Monday, January 4, 2016

My Not-quite White Space Radio System

2016 will be Merrick's Year of Communications. My goal is to write a blog post once a week. What will I write about? Communications! My previous post mentioned this. Now it's time to talk about the hardware I'll be using.

Communications is a lot more fun when it's wireless. (Consider "tied down," "strapped to my desk," and "the old ball and chain." Not fun.) But as much fun as wireless is, how can I perform wireless transmissions and receptions from my home computer with full control over the transmitted signal? Well a software-defined radio (SDR) would work perfectly for that.

Let's see. I'll just do a quick check here... Oh, I only need to spend nearly $700? No! Just over $400! Oh, wait. Here's one for about $300. Those are all awesome SDRs if you want to transmit. So what's the problem? I'm cheap. I know computers cost that much and I'll be using two of those but permission to purchase a $300 radio hasn't been granted by my local approving authority (i.e. wife).

How cheap? Like $3-eBay-FM-transmitter-direct-from-China cheap. At least for the receivers I'll be using some of those cool RTL-SDR receivers (that often cost less than $10).

Now I'm not dumb and I know that I'm really not going to be doing any modulation of the RF signal by using an FM transmitter. I'm not likely to get more than 10 kHz of bandwidth in the audio spectrum to play around in. So from a cost/bandwidth perspective, these $3 radios don't really match the SDRs I linked to above by an order of magnitude or so. But they're $3! Feeding myself today will cost more than that.

I'd get more bandwidth by just connecting the two computers with audio cables instead of going through the FM transmitter. But, again, it's wireless. And audio cables aren't that interesting. By using the FM transmitter I can make my channel model more noisy interesting.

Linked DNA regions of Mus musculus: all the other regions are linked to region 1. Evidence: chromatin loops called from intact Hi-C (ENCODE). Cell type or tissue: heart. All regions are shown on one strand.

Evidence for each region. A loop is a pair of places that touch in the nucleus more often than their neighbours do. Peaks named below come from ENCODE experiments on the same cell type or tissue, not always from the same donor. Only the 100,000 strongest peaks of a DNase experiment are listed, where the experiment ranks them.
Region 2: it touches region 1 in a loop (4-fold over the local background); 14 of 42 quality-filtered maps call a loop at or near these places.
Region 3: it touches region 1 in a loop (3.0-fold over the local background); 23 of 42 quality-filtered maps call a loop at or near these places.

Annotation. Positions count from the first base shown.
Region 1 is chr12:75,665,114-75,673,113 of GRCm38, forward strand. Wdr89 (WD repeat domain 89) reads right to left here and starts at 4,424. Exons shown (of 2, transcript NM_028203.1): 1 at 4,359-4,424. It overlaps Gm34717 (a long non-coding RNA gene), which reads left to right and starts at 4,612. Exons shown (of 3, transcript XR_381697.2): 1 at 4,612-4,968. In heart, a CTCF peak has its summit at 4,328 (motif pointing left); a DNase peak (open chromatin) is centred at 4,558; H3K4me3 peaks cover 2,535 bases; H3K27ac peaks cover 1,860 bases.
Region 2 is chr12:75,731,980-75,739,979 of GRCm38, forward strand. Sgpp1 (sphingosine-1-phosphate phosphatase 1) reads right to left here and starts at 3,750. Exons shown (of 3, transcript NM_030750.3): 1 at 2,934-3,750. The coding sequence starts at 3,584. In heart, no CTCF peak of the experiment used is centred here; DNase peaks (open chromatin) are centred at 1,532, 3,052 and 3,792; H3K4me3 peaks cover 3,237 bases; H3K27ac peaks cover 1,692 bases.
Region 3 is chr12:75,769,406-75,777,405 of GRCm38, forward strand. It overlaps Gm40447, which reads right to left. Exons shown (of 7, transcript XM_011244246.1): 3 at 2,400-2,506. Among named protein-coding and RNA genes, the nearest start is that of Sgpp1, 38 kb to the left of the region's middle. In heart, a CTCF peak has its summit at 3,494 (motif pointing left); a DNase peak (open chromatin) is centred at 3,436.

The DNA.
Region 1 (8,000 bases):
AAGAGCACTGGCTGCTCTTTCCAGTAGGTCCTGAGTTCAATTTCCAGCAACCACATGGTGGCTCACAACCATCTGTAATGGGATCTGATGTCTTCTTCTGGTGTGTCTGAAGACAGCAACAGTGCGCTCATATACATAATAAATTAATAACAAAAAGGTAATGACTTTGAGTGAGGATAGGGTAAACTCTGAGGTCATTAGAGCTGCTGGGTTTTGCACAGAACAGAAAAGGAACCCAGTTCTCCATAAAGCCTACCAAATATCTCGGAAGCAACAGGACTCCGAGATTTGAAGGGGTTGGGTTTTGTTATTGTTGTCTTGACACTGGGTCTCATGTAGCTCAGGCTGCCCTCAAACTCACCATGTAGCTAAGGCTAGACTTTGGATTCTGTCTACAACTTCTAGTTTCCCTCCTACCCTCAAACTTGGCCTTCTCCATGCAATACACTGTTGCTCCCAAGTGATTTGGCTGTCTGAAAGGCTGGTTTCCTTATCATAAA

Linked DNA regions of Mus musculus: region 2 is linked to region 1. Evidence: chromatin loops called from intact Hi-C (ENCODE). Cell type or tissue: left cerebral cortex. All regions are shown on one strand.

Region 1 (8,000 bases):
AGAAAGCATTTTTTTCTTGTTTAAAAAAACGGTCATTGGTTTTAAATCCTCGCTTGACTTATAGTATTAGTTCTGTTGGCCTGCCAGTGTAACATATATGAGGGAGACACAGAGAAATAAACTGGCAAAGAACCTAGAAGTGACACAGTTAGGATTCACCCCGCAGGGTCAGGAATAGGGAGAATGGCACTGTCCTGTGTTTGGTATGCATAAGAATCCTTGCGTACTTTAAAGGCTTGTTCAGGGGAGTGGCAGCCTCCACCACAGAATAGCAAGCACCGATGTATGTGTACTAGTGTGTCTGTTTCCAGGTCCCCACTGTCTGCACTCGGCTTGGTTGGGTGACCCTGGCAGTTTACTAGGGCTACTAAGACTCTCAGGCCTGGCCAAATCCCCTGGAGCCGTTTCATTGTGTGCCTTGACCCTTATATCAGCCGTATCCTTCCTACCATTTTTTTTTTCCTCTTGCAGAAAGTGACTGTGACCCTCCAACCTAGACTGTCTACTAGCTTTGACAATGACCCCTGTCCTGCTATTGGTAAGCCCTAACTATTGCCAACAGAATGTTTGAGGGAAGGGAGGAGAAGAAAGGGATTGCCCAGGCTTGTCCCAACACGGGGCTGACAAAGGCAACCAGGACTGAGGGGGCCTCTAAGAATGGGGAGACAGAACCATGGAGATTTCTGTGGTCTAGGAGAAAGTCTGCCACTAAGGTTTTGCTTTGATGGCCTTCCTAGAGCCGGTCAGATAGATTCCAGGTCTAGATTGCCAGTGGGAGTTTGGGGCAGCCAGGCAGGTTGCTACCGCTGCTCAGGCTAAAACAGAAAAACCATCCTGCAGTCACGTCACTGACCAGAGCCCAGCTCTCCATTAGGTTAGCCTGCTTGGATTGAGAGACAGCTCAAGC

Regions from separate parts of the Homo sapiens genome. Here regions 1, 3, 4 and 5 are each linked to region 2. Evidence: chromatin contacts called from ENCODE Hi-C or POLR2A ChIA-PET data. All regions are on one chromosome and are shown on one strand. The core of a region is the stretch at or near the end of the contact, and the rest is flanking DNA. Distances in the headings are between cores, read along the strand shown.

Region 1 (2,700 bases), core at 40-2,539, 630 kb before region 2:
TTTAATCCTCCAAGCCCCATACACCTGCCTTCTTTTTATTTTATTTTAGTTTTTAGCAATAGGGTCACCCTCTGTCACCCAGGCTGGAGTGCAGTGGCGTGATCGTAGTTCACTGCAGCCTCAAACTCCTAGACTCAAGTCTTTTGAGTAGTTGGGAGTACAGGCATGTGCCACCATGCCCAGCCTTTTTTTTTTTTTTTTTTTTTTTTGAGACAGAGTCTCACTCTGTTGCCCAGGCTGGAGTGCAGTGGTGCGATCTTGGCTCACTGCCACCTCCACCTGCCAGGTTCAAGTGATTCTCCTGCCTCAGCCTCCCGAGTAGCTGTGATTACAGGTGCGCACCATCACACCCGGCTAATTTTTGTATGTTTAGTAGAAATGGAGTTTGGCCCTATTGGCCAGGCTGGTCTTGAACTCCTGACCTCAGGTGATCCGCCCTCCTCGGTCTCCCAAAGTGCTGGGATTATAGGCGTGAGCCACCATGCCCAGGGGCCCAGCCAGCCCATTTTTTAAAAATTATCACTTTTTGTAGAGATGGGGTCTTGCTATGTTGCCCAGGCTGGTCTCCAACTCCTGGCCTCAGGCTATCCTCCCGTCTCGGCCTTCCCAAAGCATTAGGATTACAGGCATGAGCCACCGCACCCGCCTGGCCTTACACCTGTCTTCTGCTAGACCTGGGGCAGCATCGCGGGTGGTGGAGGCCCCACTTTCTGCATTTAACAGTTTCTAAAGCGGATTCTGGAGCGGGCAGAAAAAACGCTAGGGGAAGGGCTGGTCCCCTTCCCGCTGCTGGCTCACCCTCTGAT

The FM transmitters are the same ones you'd use to play audio from your phone to your car stereo. They operate under "47 CFR (Code of Federal Regulations) Section 15.239, and the July 24, 1991 Public Notice (still in effect)." They are supposed to have no more range than approximately 200 ft (for $3, I'm hoping for 20 ft). But I can operate them with no restrictions to content (e.g. encrypted) or broadcast duration.

I call this a "not-quite white space radio system" in the title of this post. If I use my FM transmitter in an unoccupied channel on the radio, I'm effectively using a "white space." Unlike actual TV band white space allocations, however, the FM band isn't allocated for white space radio by the FCC (probably because no one wants that space and no one is asking the FCC to do so).

Now I just have to wait for the slow boat from China to make it's way to American shores.